Meanwhile, crowd sourcing platforms like Kickstarter are providing funding sources to support innovation. “You don’t have to be an electronics’ engineer to design things,” said Bassett. “People are getting into hardware design without historic credentials or pedigrees needed to do design work. Plus, the ability to get money has really extended the playing field for a whole lot of players. Now, we have to broaden the definition of the product designer.”
Digital access: Tools, information & community
To touch base with designers earlier in the design cycle, electronics distributors are beefing up their web sites and investing in new channels to give designers the product information and help they want in the form that is easiest for them. “The entire digital movement and transparency of information, along with access to open source tools and the leverage of the engineering community is the first phenomenon, and it is going to change the legacy way that designers interface with distributors,” said Avnet’s Bassett.
The biggest distributors are investing heavily in getting better mindshare with designers, and being the go-to place for information. “Everyone is investing heavily on online tools,” said Victor Meijers, senior vice president at the Electronic Component Industry Association (ECIA). “It’s not just datasheets and basic stuff, but also design in tools, video on how to use things, parametric data search, product life cycle information, and bill of materials help.”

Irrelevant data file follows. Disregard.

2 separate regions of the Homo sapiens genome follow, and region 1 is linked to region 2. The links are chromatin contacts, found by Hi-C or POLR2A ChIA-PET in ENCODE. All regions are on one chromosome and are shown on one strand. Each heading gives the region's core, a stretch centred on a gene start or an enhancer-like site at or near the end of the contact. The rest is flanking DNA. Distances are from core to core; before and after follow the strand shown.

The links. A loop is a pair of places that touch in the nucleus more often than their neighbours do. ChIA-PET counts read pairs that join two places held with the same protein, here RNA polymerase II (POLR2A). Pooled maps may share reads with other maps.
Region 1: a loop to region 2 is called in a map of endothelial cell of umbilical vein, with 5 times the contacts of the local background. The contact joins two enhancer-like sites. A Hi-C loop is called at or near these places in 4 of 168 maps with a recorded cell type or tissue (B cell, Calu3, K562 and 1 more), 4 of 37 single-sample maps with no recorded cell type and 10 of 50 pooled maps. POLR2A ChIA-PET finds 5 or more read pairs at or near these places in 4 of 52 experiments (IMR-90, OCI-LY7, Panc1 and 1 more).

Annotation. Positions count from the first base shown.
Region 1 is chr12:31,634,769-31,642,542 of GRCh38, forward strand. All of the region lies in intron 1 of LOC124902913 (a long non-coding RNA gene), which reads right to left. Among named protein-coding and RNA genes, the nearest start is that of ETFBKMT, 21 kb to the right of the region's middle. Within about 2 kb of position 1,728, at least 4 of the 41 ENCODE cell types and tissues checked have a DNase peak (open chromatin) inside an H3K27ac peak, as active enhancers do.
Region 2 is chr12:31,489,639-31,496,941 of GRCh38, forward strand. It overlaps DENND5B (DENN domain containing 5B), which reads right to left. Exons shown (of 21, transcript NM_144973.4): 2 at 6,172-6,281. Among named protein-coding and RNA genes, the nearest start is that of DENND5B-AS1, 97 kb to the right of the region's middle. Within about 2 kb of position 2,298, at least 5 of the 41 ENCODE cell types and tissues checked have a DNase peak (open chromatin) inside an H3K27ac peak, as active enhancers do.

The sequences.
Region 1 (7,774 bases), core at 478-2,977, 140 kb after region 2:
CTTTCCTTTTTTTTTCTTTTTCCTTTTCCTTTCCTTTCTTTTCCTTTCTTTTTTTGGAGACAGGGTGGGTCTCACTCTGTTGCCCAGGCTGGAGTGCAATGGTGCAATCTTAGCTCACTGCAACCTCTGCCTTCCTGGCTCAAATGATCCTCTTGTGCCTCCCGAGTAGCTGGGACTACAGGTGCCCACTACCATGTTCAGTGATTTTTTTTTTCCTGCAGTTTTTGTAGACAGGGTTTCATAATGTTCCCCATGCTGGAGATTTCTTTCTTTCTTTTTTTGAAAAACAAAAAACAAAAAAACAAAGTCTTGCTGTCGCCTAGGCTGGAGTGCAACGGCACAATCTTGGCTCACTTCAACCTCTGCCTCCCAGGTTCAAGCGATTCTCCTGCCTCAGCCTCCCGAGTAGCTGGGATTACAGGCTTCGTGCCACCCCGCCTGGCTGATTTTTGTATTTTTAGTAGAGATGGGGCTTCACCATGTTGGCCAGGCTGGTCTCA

For example, in October 2016, Avnet completed its acquisition of Premier Farnell. As part of the deal, Avnet now owns Element14. Avnet also acquired Hackster.io, an online community that has open-source project tutorials, webinars, discussion groups and design challenges. “We have over 800,000 registered users and growing rapidly,” said Bassett. “People love the agnostic nature of the community and the access to bright minds of all types. Our suppliers are eagerly trying to test out new products there and it is how entrepreneurs will take their products into leading edge technology. Community has become a pervasive tool.”